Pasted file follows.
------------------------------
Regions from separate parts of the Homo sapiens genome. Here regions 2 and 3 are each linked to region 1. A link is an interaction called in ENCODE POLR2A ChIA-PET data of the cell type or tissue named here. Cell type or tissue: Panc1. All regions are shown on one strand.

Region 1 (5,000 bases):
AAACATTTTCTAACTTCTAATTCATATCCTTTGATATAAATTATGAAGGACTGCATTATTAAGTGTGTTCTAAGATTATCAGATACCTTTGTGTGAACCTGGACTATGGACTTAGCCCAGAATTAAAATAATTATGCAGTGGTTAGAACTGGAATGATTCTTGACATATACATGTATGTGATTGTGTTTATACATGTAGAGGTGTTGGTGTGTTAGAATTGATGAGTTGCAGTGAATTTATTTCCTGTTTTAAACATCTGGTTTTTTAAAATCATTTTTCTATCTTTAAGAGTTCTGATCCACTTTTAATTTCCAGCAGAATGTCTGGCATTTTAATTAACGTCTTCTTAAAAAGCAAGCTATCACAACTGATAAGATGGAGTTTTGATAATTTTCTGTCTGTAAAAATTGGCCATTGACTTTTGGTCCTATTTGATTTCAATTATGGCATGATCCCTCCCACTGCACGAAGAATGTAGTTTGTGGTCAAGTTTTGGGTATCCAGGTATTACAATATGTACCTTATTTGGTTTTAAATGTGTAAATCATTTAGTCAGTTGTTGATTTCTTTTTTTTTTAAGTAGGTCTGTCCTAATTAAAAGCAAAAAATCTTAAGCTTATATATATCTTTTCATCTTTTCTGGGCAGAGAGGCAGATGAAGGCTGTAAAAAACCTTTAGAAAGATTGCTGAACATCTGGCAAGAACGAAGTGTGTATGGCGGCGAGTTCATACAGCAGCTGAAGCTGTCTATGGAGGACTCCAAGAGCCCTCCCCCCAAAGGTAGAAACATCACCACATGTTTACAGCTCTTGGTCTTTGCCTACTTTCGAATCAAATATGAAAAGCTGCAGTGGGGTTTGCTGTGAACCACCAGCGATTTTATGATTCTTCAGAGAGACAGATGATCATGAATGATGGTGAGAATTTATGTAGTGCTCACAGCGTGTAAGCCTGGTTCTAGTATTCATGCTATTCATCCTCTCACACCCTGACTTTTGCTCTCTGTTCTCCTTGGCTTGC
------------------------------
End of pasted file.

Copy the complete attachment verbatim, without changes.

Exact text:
Regions from separate parts of the Homo sapiens genome. Here regions 2 and 3 are each linked to region 1. A link is an interaction called in ENCODE POLR2A ChIA-PET data of the cell type or tissue named here. Cell type or tissue: Panc1. All regions are shown on one strand.

Region 1 (5,000 bases):
AAACATTTTCTAACTTCTAATTCATATCCTTTGATATAAATTATGAAGGACTGCATTATTAAGTGTGTTCTAAGATTATCAGATACCTTTGTGTGAACCTGGACTATGGACTTAGCCCAGAATTAAAATAATTATGCAGTGGTTAGAACTGGAATGATTCTTGACATATACATGTATGTGATTGTGTTTATACATGTAGAGGTGTTGGTGTGTTAGAATTGATGAGTTGCAGTGAATTTATTTCCTGTTTTAAACATCTGGTTTTTTAAAATCATTTTTCTATCTTTAAGAGTTCTGATCCACTTTTAATTTCCAGCAGAATGTCTGGCATTTTAATTAACGTCTTCTTAAAAAGCAAGCTATCACAACTGATAAGATGGAGTTTTGATAATTTTCTGTCTGTAAAAATTGGCCATTGACTTTTGGTCCTATTTGATTTCAATTATGGCATGATCCCTCCCACTGCACGAAGAATGTAGTTTGTGGTCAAGTTTTGGGTATCCAGGTATTACAATATGTACCTTATTTGGTTTTAAATGTGTAAATCATTTAGTCAGTTGTTGATTTCTTTTTTTTTTAAGTAGGTCTGTCCTAATTAAAAGCAAAAAATCTTAAGCTTATATATATCTTTTCATCTTTTCTGGGCAGAGAGGCAGATGAAGGCTGTAAAAAACCTTTAGAAAGATTGCTGAACATCTGGCAAGAACGAAGTGTGTATGGCGGCGAGTTCATACAGCAGCTGAAGCTGTCTATGGAGGACTCCAAGAGCCCTCCCCCCAAAGGTAGAAACATCACCACATGTTTACAGCTCTTGGTCTTTGCCTACTTTCGAATCAAATATGAAAAGCTGCAGTGGGGTTTGCTGTGAACCACCAGCGATTTTATGATTCTTCAGAGAGACAGATGATCATGAATGATGGTGAGAATTTATGTAGTGCTCACAGCGTGTAAGCCTGGTTCTAGTATTCATGCTATTCATCCTCTCACACCCTGACTTTTGCTCTCTGTTCTCCTTGGCTTGC